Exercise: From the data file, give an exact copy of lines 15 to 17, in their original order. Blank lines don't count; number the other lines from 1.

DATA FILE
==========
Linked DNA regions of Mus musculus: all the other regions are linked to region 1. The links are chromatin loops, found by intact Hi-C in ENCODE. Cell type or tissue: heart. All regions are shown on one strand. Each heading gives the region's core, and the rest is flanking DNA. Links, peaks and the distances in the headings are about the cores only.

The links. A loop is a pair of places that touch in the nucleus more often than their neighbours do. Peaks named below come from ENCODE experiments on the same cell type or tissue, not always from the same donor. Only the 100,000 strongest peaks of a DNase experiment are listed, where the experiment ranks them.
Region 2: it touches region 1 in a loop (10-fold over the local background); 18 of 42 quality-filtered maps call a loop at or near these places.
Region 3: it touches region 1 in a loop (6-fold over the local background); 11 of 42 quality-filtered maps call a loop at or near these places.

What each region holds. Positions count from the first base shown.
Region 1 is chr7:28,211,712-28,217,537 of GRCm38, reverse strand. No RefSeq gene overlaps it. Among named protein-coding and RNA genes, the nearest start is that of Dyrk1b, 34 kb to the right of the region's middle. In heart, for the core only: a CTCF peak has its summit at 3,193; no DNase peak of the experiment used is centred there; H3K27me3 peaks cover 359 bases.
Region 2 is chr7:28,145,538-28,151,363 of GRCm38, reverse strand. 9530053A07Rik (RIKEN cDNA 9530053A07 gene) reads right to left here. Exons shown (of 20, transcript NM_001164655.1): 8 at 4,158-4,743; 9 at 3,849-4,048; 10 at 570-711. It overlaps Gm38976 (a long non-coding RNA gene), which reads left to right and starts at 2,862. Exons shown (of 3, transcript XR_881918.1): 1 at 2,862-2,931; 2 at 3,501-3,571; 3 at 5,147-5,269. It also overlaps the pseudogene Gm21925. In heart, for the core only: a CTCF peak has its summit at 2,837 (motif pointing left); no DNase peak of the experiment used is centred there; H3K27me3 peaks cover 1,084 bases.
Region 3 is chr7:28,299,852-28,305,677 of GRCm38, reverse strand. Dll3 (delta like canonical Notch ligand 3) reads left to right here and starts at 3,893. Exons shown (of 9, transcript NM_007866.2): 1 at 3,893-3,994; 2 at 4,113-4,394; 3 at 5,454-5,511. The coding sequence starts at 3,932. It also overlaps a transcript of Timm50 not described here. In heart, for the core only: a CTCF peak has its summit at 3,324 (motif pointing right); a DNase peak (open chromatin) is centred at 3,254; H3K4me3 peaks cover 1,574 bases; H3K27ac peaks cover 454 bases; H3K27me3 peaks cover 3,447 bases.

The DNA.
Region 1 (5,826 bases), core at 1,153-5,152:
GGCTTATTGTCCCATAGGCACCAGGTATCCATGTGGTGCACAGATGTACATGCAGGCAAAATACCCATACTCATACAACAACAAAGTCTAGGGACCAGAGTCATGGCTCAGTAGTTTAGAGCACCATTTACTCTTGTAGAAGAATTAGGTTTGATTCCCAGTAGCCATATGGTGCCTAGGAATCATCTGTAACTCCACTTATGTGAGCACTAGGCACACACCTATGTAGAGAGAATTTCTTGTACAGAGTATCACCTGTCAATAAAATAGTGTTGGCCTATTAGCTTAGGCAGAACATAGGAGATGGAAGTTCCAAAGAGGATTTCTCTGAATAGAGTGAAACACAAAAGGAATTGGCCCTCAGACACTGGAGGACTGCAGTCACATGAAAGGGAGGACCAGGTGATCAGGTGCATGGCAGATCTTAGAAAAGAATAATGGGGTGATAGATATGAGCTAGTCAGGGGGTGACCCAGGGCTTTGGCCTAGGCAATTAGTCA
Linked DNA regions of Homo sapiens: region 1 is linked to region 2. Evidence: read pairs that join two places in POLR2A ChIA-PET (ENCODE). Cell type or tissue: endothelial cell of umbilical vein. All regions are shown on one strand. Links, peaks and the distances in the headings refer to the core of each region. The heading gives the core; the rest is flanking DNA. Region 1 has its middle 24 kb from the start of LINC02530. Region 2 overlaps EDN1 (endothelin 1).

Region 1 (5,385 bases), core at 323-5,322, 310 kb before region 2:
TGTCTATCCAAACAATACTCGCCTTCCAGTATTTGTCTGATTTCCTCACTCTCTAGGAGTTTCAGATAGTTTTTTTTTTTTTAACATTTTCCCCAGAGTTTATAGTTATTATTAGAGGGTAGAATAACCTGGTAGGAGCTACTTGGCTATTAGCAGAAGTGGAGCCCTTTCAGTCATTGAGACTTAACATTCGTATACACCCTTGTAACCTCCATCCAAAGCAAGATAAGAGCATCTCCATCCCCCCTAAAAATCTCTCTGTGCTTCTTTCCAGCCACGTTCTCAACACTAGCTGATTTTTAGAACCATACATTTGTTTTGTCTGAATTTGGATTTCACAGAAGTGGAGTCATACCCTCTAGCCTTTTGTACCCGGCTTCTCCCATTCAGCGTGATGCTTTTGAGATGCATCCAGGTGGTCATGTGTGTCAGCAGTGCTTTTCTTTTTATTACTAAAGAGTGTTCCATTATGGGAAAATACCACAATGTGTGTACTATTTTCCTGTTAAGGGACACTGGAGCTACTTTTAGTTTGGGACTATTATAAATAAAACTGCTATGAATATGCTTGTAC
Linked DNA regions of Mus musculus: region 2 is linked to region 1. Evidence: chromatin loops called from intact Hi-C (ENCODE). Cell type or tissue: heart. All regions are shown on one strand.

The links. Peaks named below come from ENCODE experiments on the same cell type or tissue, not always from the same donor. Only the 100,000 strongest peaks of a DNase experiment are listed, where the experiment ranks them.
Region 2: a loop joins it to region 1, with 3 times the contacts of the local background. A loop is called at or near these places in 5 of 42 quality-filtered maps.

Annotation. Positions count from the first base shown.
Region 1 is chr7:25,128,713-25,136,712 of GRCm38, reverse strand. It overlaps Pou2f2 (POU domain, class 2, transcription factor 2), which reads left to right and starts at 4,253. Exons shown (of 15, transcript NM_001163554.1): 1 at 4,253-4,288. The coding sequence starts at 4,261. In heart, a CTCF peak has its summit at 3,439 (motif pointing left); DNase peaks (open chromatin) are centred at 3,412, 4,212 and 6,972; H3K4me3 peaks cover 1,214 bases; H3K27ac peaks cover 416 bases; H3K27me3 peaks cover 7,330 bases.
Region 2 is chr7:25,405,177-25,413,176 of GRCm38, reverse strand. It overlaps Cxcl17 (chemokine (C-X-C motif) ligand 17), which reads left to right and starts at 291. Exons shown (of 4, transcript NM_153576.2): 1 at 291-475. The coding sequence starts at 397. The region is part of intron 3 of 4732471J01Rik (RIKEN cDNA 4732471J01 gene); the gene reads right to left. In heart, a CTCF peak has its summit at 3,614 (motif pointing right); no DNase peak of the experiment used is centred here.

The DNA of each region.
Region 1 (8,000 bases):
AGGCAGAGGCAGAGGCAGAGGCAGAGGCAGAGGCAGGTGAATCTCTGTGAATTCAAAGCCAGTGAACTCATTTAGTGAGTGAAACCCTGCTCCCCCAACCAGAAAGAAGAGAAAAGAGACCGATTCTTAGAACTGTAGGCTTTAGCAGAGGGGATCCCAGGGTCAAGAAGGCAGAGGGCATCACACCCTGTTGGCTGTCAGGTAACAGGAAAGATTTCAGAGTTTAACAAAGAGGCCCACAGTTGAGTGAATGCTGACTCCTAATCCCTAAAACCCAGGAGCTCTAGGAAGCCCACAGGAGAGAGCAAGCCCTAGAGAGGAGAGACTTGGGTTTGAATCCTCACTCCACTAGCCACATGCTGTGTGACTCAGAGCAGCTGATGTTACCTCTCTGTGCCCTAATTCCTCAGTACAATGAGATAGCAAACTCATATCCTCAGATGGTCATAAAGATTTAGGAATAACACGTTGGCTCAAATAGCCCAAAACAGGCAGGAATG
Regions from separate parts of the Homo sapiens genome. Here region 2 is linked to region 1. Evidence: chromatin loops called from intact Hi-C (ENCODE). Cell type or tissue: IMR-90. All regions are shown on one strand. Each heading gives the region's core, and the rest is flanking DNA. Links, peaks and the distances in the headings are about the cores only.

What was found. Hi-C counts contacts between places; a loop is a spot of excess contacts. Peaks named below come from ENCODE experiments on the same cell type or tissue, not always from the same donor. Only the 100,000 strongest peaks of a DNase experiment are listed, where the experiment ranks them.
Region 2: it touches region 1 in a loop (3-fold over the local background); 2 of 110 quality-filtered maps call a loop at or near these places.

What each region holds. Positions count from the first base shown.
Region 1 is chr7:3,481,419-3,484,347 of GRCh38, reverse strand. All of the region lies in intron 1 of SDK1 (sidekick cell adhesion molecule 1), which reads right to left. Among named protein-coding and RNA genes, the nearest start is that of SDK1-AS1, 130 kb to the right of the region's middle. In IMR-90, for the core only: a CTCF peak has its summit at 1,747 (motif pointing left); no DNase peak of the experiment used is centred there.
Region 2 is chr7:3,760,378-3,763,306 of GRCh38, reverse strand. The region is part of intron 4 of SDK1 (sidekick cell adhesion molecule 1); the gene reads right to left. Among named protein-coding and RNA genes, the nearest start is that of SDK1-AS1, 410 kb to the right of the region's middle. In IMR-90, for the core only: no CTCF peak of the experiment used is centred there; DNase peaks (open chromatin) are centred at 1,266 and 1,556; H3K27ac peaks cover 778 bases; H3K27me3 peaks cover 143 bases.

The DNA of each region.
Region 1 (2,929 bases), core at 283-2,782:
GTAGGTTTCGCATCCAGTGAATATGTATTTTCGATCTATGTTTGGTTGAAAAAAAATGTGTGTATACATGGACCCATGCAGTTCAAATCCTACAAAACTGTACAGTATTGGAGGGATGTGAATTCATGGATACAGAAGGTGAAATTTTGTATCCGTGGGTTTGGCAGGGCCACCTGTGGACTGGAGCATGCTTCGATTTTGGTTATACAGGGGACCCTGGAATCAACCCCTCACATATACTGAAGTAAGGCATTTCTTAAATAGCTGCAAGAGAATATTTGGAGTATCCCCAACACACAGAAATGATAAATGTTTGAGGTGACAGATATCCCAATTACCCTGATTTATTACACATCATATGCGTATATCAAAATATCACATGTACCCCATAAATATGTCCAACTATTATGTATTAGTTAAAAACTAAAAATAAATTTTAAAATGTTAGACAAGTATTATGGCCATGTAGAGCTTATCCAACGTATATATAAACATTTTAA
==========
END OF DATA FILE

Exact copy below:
Linked DNA regions of Mus musculus: region 2 is linked to region 1. Evidence: chromatin loops called from intact Hi-C (ENCODE). Cell type or tissue: heart. All regions are shown on one strand.

The links. Peaks named below come from ENCODE experiments on the same cell type or tissue, not always from the same donor. Only the 100,000 strongest peaks of a DNase experiment are listed, where the experiment ranks them.
Region 2: a loop joins it to region 1, with 3 times the contacts of the local background. A loop is called at or near these places in 5 of 42 quality-filtered maps.